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Latest Younan Xia Stories

2013-09-19 15:33:27

Microscopic, bottle-like structures with corks that melt at precisely-controlled temperatures could potentially release drugs inside the body or fragrances onto the skin, according to a recently published study. Typical drug delivery systems act more like sponges than bottles. For example, drugs are absorbed into polymer particles and then allowed to diffuse out over time. The researchers hope that the new system may allow for greater control of drug delivery. Cargo would stay inside the...

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2010-08-12 08:52:55

A new imaging technique creates detailed three-dimensional images of the deadliest form of skin cancer Melanoma is one of the less common types of skin cancer but it accounts for the majority of the skin cancer deaths (about 75 percent). The five-year survival rate for early stage melanoma is very high (98 percent), but the rate drops precipitously if the cancer is detected late or there is recurrence. So a great deal rides on the accuracy of the initial surgery, where the goal is to remove...

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2010-04-13 08:44:40

New research findings suggest that an experimental ultrasensitive medical imaging technique that uses a pulsed laser and tiny metallic "nanocages" might enable both the early detection and treatment of disease. The system works by shining near-infrared laser pulses through the skin to detect hollow nanocages and solid nanoparticles - made of an alloy of gold and silver - that are injected into the bloodstream. Unlike previous approaches using tiny metallic nanorods and nanospheres, the new...

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2010-03-14 11:01:25

Nanoparticles provide a targeted version of photothermal therapy for cancer In a lecture he delivered in 1906, the German physician Paul Ehrlich coined the term Zuberkugel, or "magic bullet," as shorthand for a highly targeted medical treatment. Magic bullets, also called silver bullets, because of the folkloric belief that only silver bullets can kill supernatural creatures, remain the goal of drug development efforts today. A team of scientists at Washington University in St. Louis is...

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2009-11-01 14:58:52

A gold nanocage covered with a polymer is a smart drug delivery system In campy old movies, Lucretia Borgia swans around emptying powder from her ring into wine glasses carelessly left unattended. The poison ring is usually a confection of gold filigree holding a cabochon or faceted gemstone that can be broken to empty the ring's contents. It is invariably enormous "” so large it is rather odd nobody seems to notice it. Lucretia would have given her eyeteeth for the "smart capsule"...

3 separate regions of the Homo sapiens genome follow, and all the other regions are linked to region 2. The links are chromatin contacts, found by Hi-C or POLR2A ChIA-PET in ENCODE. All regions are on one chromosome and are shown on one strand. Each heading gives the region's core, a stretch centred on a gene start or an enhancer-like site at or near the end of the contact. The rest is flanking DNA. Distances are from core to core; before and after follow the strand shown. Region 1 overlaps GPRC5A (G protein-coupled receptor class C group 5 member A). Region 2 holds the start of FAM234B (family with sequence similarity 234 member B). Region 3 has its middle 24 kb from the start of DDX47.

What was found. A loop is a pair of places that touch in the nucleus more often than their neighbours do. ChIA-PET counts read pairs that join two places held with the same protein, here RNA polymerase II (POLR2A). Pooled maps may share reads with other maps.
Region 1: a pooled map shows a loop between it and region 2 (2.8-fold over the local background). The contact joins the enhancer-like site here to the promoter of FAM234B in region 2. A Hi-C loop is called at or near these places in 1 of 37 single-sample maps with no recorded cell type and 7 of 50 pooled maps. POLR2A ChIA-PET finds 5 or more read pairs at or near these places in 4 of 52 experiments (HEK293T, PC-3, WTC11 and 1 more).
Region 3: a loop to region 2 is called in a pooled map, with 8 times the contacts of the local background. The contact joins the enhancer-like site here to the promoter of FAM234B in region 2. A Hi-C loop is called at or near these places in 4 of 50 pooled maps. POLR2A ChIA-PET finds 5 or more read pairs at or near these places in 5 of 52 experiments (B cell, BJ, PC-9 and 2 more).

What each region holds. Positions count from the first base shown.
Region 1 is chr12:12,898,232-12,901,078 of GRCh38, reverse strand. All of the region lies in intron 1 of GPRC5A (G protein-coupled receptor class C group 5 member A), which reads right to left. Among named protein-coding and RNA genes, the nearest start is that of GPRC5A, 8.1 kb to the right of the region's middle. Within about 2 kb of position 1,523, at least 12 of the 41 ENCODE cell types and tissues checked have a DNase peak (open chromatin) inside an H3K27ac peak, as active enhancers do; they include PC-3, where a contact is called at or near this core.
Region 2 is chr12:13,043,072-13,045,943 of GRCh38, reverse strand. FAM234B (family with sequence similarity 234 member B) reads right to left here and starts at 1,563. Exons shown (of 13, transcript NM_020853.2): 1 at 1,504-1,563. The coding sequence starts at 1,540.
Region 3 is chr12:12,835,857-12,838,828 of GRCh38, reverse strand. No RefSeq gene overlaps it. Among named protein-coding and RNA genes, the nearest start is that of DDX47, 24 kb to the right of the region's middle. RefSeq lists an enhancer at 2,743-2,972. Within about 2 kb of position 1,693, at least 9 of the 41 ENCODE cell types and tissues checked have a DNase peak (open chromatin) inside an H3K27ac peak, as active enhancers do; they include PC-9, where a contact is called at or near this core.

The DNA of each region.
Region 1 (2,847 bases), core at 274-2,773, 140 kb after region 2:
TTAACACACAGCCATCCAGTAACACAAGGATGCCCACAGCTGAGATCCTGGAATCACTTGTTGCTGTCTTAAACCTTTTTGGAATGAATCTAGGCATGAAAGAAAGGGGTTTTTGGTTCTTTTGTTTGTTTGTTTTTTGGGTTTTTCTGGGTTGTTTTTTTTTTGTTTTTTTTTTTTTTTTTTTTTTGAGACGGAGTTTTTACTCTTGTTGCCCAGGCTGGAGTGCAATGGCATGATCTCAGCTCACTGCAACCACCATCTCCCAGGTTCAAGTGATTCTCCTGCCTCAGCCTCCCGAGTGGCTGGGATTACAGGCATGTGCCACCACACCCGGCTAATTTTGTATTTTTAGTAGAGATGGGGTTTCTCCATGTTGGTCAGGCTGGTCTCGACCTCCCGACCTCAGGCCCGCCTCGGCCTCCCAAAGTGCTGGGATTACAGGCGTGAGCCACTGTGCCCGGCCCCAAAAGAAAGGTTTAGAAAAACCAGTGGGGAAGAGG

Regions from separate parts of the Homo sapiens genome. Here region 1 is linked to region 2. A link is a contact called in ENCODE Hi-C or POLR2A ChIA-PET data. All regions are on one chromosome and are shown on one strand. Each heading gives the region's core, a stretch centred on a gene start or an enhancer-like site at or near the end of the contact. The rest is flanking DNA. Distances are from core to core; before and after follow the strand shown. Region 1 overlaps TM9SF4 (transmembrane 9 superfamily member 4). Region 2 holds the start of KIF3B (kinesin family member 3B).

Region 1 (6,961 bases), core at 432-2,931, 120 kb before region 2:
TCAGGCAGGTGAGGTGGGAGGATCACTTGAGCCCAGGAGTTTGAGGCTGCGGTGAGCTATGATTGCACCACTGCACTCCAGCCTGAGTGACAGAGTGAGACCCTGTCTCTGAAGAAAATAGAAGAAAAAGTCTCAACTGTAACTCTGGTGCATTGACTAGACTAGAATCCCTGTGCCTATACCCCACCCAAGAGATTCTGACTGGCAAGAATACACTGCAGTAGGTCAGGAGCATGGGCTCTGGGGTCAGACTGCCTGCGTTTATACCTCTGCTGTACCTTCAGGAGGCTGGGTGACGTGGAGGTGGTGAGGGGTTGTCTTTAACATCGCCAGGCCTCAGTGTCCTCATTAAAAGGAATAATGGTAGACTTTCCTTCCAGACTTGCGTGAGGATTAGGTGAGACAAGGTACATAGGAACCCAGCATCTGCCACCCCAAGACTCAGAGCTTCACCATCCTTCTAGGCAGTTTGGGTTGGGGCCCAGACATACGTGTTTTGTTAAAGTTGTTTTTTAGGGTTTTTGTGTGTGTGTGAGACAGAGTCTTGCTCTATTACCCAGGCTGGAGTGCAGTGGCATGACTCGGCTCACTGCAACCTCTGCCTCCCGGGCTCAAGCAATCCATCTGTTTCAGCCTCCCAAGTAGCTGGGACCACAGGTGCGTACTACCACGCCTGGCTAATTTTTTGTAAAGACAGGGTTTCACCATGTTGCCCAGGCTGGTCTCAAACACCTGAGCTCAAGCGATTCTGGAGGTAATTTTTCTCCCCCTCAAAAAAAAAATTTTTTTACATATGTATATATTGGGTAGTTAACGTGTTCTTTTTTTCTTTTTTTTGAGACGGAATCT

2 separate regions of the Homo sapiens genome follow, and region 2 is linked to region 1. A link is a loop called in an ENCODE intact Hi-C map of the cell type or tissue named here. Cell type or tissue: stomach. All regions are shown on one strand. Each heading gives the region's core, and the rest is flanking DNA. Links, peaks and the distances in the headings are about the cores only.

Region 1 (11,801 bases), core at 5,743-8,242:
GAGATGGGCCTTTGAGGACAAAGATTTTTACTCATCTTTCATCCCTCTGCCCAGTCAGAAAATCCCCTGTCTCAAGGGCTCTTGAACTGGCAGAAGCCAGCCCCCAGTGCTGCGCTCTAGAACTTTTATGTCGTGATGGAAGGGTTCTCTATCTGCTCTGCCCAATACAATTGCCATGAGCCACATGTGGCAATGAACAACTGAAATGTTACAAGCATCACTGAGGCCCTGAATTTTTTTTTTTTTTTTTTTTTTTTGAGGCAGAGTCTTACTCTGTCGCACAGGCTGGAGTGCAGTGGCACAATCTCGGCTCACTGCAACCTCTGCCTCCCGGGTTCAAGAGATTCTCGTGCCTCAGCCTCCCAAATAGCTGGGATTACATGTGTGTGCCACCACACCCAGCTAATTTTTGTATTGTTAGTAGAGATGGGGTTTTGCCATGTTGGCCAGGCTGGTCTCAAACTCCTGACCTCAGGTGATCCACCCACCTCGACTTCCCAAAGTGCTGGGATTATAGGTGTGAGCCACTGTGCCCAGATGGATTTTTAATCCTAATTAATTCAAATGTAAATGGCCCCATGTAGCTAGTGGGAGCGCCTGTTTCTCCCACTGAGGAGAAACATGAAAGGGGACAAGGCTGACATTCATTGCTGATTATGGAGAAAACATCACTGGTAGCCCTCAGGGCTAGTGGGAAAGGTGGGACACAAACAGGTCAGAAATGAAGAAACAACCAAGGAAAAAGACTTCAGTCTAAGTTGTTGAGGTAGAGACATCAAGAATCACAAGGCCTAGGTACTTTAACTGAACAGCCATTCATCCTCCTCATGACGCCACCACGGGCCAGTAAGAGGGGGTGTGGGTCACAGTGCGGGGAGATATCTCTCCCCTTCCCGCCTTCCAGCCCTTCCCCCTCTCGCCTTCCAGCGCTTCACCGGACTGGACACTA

2009-05-14 13:53:04

Material scientists at Washington University in St. Louis have developed a technique for a bimetallic fuel cell catalyst that is efficient, robust and two to five times more effective than commercial catalysts. The novel technique eventually will enable a cost effective fuel cell technology, which has been waiting in the wings for decades, and should give a boost for cleaner use of fuels worldwide.Younan Xia, Ph.D., the James M. McKelvey Professor of Biomedical Engineering at Washington...

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2009-01-14 06:26:40

Information obtained from a new application of photoacoustic tomography (PAT) is worth its weight in gold to breast cancer patients. For the first time, Lihong Wang, Ph.D., Gene K. Beare Distinguished Professor in the Department of Biomedical Engineering, with a joint appointment in Radiology, and Younan Xia, Ph.D., James M. McKelvey Professor in Biomedical Engineering, with a joint appointment in chemistry in Arts & Sciences, both at Washington University in St. Louis, have used gold...


Word of the Day
cock-a-hoop
  • Exultant; jubilant; triumphant; on the high horse.
  • Tipsy; slightly intoxicated.
This word may come from the phrase 'to set cock on hoop,' or 'to drink festively.' Its origin otherwise is unclear. A theory, according to the Word Detective, is that it's a 'transliteration of the French phrase 'coq a huppe,' meaning a rooster displaying its crest ('huppe') in a pose of proud defiance.' Therefore, 'cock-a-hoop' would 'liken a drunken man to a boastful and aggressive rooster.'
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